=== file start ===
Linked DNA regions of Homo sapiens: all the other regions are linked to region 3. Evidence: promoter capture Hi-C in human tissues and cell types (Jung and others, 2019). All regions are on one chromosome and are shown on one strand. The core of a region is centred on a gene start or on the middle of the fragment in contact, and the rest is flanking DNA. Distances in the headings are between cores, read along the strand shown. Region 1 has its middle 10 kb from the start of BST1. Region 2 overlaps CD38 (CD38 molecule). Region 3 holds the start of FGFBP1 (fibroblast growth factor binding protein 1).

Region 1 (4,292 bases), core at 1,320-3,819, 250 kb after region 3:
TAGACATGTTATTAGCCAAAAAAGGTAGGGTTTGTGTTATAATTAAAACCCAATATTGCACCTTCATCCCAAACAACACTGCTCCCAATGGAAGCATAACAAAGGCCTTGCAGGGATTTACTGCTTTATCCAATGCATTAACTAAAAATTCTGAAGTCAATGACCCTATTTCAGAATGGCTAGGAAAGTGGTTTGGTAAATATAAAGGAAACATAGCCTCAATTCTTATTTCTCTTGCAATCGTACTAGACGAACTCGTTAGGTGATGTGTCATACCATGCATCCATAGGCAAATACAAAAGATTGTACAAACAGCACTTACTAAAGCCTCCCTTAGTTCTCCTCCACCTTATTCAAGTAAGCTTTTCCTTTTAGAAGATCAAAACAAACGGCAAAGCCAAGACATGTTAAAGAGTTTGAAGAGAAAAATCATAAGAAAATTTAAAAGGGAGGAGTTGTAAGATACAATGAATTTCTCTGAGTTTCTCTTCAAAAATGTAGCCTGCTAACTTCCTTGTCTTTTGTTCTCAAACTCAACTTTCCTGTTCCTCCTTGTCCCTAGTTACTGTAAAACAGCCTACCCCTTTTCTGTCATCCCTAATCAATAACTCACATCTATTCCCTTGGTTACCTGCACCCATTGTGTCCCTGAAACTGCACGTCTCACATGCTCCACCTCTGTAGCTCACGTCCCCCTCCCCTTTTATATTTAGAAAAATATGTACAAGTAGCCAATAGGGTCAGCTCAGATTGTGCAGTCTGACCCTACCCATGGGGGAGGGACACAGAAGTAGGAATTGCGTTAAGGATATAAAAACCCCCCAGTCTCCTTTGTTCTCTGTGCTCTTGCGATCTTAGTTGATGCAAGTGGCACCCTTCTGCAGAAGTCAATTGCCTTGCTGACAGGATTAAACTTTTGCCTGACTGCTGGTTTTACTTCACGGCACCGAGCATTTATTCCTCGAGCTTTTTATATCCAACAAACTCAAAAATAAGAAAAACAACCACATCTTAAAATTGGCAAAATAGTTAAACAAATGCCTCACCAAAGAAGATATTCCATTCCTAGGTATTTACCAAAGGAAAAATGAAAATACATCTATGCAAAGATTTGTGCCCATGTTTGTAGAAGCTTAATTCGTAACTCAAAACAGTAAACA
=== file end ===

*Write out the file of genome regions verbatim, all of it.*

Linked DNA regions of Homo sapiens: all the other regions are linked to region 3. Evidence: promoter capture Hi-C in human tissues and cell types (Jung and others, 2019). All regions are on one chromosome and are shown on one strand. The core of a region is centred on a gene start or on the middle of the fragment in contact, and the rest is flanking DNA. Distances in the headings are between cores, read along the strand shown. Region 1 has its middle 10 kb from the start of BST1. Region 2 overlaps CD38 (CD38 molecule). Region 3 holds the start of FGFBP1 (fibroblast growth factor binding protein 1).

Region 1 (4,292 bases), core at 1,320-3,819, 250 kb after region 3:
TAGACATGTTATTAGCCAAAAAAGGTAGGGTTTGTGTTATAATTAAAACCCAATATTGCACCTTCATCCCAAACAACACTGCTCCCAATGGAAGCATAACAAAGGCCTTGCAGGGATTTACTGCTTTATCCAATGCATTAACTAAAAATTCTGAAGTCAATGACCCTATTTCAGAATGGCTAGGAAAGTGGTTTGGTAAATATAAAGGAAACATAGCCTCAATTCTTATTTCTCTTGCAATCGTACTAGACGAACTCGTTAGGTGATGTGTCATACCATGCATCCATAGGCAAATACAAAAGATTGTACAAACAGCACTTACTAAAGCCTCCCTTAGTTCTCCTCCACCTTATTCAAGTAAGCTTTTCCTTTTAGAAGATCAAAACAAACGGCAAAGCCAAGACATGTTAAAGAGTTTGAAGAGAAAAATCATAAGAAAATTTAAAAGGGAGGAGTTGTAAGATACAATGAATTTCTCTGAGTTTCTCTTCAAAAATGTAGCCTGCTAACTTCCTTGTCTTTTGTTCTCAAACTCAACTTTCCTGTTCCTCCTTGTCCCTAGTTACTGTAAAACAGCCTACCCCTTTTCTGTCATCCCTAATCAATAACTCACATCTATTCCCTTGGTTACCTGCACCCATTGTGTCCCTGAAACTGCACGTCTCACATGCTCCACCTCTGTAGCTCACGTCCCCCTCCCCTTTTATATTTAGAAAAATATGTACAAGTAGCCAATAGGGTCAGCTCAGATTGTGCAGTCTGACCCTACCCATGGGGGAGGGACACAGAAGTAGGAATTGCGTTAAGGATATAAAAACCCCCCAGTCTCCTTTGTTCTCTGTGCTCTTGCGATCTTAGTTGATGCAAGTGGCACCCTTCTGCAGAAGTCAATTGCCTTGCTGACAGGATTAAACTTTTGCCTGACTGCTGGTTTTACTTCACGGCACCGAGCATTTATTCCTCGAGCTTTTTATATCCAACAAACTCAAAAATAAGAAAAACAACCACATCTTAAAATTGGCAAAATAGTTAAACAAATGCCTCACCAAAGAAGATATTCCATTCCTAGGTATTTACCAAAGGAAAAATGAAAATACATCTATGCAAAGATTTGTGCCCATGTTTGTAGAAGCTTAATTCGTAACTCAAAACAGTAAACA